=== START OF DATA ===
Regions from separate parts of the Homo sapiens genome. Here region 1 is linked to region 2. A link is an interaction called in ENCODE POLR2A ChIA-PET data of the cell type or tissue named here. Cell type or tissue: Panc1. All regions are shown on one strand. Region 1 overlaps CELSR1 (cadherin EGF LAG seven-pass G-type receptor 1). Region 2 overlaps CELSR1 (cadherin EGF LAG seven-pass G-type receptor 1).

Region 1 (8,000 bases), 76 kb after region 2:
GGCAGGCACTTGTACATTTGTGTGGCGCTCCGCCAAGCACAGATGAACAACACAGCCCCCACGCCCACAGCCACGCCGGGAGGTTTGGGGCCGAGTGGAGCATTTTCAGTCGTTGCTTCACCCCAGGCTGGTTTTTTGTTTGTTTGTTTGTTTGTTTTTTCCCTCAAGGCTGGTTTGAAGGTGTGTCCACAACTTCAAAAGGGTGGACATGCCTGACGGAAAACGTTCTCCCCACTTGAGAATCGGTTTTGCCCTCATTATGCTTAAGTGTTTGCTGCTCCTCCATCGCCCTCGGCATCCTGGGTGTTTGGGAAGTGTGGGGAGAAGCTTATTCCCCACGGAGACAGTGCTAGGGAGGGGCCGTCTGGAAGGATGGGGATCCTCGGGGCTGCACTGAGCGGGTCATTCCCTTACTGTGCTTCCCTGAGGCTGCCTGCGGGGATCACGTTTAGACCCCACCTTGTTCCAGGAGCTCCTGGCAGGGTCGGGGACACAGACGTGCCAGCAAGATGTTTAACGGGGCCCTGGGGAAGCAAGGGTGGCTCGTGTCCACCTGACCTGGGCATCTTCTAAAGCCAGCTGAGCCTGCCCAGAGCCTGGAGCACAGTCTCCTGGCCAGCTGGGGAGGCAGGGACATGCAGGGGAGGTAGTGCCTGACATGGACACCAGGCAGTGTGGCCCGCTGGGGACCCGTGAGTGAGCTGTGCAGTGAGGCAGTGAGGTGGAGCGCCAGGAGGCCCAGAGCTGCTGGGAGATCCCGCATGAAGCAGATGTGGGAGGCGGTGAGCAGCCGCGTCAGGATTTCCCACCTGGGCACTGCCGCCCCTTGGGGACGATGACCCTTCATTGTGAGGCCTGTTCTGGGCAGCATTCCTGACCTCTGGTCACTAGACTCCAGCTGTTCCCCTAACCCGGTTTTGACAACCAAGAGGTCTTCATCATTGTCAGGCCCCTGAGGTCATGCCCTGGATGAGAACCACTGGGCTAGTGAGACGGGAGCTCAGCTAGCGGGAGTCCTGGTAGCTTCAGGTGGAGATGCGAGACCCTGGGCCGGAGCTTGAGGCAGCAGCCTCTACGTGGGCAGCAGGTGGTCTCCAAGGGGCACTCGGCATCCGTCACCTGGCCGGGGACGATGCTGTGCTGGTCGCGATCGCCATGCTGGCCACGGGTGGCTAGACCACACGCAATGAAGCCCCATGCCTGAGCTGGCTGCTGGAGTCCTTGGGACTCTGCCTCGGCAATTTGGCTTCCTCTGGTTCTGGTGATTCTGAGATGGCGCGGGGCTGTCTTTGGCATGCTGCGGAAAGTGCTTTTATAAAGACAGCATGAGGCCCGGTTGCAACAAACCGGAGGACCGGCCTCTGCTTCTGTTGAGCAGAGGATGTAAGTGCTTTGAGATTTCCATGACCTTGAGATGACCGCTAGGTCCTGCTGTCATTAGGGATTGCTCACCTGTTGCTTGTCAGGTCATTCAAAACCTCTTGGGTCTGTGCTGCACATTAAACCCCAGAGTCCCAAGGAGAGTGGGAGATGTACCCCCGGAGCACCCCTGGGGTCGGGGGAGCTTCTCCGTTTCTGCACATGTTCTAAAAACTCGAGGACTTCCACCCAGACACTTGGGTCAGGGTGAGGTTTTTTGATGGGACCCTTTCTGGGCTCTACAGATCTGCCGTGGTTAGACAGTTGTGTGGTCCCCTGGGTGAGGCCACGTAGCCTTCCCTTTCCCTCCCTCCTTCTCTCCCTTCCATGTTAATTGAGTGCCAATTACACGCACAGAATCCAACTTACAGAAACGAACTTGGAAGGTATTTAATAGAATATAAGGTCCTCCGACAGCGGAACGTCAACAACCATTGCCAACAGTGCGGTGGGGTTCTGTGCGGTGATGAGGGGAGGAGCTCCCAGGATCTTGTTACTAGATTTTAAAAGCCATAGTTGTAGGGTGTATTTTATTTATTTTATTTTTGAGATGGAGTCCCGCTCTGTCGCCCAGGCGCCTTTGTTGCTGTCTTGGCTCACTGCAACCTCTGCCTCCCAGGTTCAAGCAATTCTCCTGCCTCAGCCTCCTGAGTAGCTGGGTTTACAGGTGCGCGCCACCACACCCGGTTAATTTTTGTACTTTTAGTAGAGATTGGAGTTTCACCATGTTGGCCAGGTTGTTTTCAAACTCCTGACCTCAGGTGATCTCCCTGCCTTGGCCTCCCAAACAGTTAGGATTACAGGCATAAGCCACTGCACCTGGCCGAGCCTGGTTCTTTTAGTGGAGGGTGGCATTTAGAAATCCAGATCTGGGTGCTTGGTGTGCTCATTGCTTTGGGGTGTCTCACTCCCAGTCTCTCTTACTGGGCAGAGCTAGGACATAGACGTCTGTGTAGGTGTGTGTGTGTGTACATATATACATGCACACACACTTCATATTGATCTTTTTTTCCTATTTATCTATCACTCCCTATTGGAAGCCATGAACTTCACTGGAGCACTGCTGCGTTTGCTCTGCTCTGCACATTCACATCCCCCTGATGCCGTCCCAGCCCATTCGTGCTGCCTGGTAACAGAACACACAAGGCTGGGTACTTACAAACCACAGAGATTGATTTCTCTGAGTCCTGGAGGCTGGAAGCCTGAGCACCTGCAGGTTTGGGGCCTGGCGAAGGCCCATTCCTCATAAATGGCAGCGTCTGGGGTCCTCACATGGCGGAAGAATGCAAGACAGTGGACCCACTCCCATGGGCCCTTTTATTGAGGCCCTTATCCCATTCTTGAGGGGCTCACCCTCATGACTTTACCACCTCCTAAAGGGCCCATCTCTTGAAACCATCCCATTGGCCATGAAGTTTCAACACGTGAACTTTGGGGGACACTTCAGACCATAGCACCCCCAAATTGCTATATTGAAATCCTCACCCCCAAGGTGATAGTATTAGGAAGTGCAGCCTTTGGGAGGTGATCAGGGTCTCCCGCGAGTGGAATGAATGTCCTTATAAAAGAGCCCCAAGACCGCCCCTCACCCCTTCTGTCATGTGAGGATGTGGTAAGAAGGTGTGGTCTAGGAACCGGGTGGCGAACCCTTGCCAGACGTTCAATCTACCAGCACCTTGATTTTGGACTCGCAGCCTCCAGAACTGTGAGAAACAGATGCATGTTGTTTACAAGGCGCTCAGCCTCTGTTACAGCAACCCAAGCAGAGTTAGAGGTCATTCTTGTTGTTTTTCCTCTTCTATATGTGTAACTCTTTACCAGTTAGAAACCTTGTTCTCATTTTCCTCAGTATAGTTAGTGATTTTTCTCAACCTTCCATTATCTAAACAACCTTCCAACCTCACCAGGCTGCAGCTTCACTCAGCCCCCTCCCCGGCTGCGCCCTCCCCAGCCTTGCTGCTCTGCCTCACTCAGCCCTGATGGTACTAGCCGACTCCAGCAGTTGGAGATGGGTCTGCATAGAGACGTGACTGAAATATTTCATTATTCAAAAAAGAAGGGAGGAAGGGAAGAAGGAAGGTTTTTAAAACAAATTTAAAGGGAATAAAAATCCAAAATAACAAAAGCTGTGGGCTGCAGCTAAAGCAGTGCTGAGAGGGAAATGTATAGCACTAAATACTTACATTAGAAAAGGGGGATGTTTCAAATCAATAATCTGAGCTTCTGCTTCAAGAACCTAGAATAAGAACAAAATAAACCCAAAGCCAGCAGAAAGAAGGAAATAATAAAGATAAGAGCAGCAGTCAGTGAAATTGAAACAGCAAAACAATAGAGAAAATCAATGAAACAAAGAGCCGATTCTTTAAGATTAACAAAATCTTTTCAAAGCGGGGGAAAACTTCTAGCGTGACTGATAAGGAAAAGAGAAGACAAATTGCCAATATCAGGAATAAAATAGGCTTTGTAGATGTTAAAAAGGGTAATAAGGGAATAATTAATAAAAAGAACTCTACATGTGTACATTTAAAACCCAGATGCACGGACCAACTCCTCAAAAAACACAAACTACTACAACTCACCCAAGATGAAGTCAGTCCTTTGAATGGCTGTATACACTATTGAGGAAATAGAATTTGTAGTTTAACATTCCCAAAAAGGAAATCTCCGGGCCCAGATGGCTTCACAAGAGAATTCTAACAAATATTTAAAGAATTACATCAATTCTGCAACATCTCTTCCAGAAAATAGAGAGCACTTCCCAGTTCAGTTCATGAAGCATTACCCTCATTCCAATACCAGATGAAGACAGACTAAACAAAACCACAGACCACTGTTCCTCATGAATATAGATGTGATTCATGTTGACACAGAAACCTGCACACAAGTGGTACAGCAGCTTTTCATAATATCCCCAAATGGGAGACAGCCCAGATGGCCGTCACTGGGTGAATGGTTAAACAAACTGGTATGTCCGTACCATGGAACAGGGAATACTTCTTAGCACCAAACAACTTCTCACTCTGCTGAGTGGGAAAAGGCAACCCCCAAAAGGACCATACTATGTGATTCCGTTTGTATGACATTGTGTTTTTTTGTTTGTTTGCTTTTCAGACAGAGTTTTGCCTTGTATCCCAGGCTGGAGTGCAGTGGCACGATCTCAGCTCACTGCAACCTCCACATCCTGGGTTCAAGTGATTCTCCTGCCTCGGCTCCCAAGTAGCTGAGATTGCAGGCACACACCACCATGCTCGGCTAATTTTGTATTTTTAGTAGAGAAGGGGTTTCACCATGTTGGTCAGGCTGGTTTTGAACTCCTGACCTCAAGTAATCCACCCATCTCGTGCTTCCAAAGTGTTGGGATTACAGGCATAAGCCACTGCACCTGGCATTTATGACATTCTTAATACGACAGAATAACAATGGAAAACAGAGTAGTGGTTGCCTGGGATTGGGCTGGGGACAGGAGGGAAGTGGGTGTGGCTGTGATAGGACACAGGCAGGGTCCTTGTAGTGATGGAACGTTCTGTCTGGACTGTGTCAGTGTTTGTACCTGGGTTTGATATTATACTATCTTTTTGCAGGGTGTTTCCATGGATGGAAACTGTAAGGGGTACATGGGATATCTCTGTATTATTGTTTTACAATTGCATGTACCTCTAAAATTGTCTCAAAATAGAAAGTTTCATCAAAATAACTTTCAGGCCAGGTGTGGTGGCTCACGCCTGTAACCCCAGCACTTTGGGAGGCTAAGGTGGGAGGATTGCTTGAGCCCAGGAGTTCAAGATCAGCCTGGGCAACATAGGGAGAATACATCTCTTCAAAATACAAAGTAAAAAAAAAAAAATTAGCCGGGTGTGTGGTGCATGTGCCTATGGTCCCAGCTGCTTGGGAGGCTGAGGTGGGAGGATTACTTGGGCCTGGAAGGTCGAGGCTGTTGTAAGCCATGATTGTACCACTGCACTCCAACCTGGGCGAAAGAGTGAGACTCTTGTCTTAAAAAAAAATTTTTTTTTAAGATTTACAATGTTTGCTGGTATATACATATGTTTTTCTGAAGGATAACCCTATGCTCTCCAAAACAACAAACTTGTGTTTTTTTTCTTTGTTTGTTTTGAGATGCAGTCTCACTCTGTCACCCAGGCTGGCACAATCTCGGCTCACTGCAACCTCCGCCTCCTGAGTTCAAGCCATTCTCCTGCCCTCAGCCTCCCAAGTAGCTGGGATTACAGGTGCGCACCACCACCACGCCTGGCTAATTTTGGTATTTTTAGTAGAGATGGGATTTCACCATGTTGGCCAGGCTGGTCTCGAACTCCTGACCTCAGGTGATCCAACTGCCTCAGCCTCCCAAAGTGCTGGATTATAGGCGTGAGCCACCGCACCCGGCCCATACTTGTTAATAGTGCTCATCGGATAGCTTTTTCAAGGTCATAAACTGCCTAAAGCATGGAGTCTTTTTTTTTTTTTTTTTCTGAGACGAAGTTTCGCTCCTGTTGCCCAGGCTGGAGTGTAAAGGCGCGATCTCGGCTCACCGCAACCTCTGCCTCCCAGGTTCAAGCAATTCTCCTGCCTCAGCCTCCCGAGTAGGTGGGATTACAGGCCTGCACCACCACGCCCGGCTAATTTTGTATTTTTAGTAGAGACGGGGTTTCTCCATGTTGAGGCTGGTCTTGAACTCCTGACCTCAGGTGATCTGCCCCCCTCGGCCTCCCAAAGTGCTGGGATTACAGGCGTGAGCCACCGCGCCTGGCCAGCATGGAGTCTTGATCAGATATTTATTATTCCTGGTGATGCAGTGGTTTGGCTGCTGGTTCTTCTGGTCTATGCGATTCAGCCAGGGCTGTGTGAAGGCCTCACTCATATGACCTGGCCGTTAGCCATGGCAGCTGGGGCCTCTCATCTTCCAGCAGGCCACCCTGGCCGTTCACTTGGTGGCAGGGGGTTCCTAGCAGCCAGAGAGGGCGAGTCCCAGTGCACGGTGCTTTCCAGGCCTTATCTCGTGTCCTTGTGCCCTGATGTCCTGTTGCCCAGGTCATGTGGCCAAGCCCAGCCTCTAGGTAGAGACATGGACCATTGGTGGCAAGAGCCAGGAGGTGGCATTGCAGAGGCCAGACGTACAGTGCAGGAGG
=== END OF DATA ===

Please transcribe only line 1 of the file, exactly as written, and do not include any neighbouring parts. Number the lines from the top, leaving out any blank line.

Regions from separate parts of the Homo sapiens genome. Here region 1 is linked to region 2. A link is an interaction called in ENCODE POLR2A ChIA-PET data of the cell type or tissue named here. Cell type or tissue: Panc1. All regions are shown on one strand. Region 1 overlaps CELSR1 (cadherin EGF LAG seven-pass G-type receptor 1). Region 2 overlaps CELSR1 (cadherin EGF LAG seven-pass G-type receptor 1).